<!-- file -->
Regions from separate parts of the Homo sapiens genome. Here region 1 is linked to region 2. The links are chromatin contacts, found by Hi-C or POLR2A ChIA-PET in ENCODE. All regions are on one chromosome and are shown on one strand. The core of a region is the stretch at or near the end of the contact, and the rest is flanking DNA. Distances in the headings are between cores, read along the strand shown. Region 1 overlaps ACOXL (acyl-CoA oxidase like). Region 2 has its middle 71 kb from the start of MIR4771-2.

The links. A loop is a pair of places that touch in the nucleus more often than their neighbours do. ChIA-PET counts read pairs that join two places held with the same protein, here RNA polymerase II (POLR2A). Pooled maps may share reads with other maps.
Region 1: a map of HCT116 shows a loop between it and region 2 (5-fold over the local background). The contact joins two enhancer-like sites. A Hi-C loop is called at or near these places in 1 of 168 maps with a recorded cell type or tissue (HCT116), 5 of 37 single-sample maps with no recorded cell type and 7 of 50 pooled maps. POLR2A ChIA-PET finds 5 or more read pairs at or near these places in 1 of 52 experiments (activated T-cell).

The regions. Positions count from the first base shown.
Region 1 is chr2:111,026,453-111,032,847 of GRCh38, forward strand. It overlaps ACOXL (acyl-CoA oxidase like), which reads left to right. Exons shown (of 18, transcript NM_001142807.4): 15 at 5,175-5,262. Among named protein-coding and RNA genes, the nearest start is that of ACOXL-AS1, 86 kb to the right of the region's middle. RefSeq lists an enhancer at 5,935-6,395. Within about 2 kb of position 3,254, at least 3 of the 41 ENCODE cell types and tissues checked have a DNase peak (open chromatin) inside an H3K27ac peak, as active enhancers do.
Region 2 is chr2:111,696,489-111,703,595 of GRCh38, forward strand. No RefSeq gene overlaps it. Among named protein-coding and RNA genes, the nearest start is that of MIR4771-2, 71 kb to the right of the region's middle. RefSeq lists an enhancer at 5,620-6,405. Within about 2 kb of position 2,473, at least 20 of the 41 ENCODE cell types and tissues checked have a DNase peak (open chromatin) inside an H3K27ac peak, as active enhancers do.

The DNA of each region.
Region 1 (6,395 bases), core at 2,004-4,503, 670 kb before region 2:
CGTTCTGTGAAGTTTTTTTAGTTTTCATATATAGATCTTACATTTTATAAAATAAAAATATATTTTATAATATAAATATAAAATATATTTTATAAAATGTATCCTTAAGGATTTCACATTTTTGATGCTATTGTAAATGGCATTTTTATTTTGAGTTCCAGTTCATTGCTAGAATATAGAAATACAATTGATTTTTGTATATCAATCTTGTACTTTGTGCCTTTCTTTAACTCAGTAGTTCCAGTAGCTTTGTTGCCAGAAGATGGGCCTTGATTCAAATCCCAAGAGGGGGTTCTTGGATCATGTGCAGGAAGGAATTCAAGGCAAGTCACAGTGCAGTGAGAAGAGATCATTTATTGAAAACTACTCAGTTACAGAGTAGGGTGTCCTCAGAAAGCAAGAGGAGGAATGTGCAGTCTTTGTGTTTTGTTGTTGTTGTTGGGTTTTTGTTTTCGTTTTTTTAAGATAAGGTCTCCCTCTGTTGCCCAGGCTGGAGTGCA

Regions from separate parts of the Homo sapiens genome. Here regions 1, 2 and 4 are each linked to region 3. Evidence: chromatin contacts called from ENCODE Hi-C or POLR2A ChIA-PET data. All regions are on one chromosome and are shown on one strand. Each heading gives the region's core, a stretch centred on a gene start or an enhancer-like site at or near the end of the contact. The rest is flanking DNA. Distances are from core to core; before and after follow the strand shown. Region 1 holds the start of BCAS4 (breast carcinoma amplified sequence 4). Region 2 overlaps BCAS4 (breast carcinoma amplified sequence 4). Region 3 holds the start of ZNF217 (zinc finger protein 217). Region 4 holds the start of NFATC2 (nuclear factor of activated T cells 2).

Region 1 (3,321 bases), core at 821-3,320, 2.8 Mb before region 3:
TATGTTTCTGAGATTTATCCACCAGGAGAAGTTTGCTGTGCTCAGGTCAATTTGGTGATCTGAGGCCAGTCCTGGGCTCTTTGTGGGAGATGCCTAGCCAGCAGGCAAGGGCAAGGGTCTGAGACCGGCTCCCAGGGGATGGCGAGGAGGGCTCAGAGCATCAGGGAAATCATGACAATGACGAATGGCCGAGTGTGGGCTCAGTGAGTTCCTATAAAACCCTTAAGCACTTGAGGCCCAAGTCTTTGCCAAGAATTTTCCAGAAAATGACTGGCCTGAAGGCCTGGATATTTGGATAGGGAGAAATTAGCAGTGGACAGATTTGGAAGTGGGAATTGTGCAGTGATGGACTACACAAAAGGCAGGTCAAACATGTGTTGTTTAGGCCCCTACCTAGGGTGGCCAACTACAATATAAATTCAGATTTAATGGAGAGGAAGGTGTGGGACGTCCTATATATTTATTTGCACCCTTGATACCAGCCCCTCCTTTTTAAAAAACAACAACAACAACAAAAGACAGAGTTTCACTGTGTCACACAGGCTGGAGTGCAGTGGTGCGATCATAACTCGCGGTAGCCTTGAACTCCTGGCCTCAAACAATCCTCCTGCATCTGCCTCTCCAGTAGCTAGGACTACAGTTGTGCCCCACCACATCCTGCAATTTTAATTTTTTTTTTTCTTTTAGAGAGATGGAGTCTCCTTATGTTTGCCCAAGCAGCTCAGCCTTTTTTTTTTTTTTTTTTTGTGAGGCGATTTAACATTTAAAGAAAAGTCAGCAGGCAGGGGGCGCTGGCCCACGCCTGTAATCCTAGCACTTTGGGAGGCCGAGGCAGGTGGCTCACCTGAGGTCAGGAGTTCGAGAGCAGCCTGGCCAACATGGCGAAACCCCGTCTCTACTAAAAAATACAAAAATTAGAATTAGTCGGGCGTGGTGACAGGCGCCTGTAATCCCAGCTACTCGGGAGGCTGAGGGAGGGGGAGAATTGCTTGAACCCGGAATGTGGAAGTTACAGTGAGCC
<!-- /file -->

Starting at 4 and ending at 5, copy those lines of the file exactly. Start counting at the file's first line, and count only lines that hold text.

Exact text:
The regions. Positions count from the first base shown.
Region 1 is chr2:111,026,453-111,032,847 of GRCh38, forward strand. It overlaps ACOXL (acyl-CoA oxidase like), which reads left to right. Exons shown (of 18, transcript NM_001142807.4): 15 at 5,175-5,262. Among named protein-coding and RNA genes, the nearest start is that of ACOXL-AS1, 86 kb to the right of the region's middle. RefSeq lists an enhancer at 5,935-6,395. Within about 2 kb of position 3,254, at least 3 of the 41 ENCODE cell types and tissues checked have a DNase peak (open chromatin) inside an H3K27ac peak, as active enhancers do.